'Feed a cold, starve a fever' ISN'T right after all as boffins find eating more helps both - The Sun

THE age-old advice to feed a cold and starve a fever may be wrong. Medical experts have now found that we should try to eat more in both instances after research last year suggested the advice was correct. This is a common time of year for us to suffer ...

Food poisoning bacteria exerts mind control over mice - Digital Journal

A common food bacterium has been found to alter the brains of mice, exerting a form of mind control over the rodents. The observations could actually lead to a medical innovation to assist cancer patients.

Bacteria's sneaky way to spread by getting you to eat more - New Atlas

You no doubt know that the Salmonella strain of bacteria can cause you to become seriously ill. But new research shows that the stomach-distressing bug has a vested interest in keeping you healthy, and uses a tricky mechanism to do so. In a way, it ...

Why salmonella doesn't want you to poop out - Science News (blog)

Salmonella interferes with losses in appetite because more food means more poop, which means more salmonella. CDC. Email. Email. Email. Print. Print. Print. Twitter. Twitter. Twitter. Facebook. Facebook. Facebook. Reddit. Reddit. Reddit. Google+. Google+.

New Insight Describes Connection between Salmonella Infection and Appetite Loss - Genetic Engineering & Biotechnology News

The old “feed a cold, starve a fever” saying has been reexamined countless times, but always from the host's point of view. Isn't it time to ask what the pathogen thinks? That's the question that occurred to a team of Salk Institute scientists. These ...

Bacteria May Be Altering Your Brain To Suppress Your Appetite When You're Sick - IFLScience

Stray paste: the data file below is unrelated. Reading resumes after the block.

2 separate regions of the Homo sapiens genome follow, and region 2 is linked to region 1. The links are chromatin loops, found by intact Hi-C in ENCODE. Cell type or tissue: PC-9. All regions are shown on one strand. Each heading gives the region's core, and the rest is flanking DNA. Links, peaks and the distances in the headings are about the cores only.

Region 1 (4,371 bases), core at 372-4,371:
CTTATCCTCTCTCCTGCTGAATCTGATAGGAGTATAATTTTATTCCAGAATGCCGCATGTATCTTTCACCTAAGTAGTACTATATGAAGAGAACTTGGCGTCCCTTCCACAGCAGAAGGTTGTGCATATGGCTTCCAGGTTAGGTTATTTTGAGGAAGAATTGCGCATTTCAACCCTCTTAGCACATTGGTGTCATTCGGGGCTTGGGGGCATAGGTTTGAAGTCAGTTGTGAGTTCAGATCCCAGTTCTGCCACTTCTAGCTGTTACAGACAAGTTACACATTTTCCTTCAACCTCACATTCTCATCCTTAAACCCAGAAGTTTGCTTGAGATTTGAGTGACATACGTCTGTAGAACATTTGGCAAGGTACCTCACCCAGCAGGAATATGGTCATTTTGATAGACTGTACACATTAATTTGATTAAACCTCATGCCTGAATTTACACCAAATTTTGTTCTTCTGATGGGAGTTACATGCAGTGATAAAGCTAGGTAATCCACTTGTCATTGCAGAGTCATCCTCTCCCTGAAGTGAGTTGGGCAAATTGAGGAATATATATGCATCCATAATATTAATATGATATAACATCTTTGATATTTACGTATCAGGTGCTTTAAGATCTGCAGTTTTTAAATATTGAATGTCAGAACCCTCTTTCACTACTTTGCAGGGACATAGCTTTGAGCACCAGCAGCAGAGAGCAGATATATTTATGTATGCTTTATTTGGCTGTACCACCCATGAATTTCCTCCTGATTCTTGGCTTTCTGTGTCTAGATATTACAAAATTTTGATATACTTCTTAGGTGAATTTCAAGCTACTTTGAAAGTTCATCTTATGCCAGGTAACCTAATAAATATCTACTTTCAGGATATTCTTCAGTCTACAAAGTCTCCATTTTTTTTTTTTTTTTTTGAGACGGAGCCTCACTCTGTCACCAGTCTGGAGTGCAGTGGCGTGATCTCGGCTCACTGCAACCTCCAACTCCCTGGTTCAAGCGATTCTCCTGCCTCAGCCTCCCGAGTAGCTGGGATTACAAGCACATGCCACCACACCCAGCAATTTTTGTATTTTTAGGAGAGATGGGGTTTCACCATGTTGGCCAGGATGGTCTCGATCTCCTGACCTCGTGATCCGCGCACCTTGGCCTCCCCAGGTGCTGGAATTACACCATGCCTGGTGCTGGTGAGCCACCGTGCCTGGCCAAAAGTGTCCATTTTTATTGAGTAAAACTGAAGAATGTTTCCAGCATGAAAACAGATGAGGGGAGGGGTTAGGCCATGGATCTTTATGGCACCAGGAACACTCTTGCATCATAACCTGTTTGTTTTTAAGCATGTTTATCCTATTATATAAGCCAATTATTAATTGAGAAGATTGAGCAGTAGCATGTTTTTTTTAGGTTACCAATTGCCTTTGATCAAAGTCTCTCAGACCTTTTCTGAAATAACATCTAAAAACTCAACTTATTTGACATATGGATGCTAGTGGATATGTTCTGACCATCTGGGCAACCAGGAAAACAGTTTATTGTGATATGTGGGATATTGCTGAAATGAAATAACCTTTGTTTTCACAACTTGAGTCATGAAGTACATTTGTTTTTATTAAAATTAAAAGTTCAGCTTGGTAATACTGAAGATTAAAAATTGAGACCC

Many of our body's responses to food poisoning and infection are there to help us fight them. Becoming lethargic, for example, may save energy that can then be used by the immune system to attack the pathogen. But another of the common responses is a ...

Salmonella encourage appetite to promote spread, Salk Institute study finds - The San Diego Union-Tribune

The study could lead to new ways to increase appetite in sick patients or stop excess eating, said Janelle Ayres, a Salk researcher who led the effort. Published Thursday in the journal Cell, the study can be found at j.mp/infectioneat. The study ...

Feed a cold, starve a fever is bad advice, new study suggests - iNews

The old adage “feed a cold, starve a fever” may seem like sensible advice but research indicates that those suffering from the latter could experience a more speedy recovery if they do not forgo food after all – though it could also increase the ...

Feed A Cold, And Starve A Fever? Why Eating More Could Help You Heal Faster When Sick - Medical Daily

Typically, food is the last thing on your mind when you're sick; nausea, sore throats and a general lack of appetite can make eating uncomfortable. A new study, however, shows that feeding your illness can actually speed up recovery. Researchers at the ...

Why you should NOT feed a cold and starve a fever: Experts warn old-age tactic could make everything WORSE - Daily Mail

It's a familiar feeling - you come down with a stomach bug and don't feel much like eating. But 'starving a fever' by eating fewer calories may actually make it more difficult for your body to fight off sickness. Eating to fight an infection could ...

Feed a cold, starve a fever? Not so fast, according to research - Medical Xpress

A Salk Institute study shows how Salmonella Typhimurium blocks the appetite loss response in hosts to both make the host healthier and promote the bacteria's survival and transmission. Credit: Salk Institute. The last time you had a stomach bug, you ...

Microbe that causes food poisoning exerts a sort of mind control over mice - Science Magazine

When we have food poisoning, the last thing we want to do is eat. But in mice, a microbe that causes this ailment actually increases appetite, a new study reveals. Researchers say they might be able to use the same trick to increase eating in cancer ...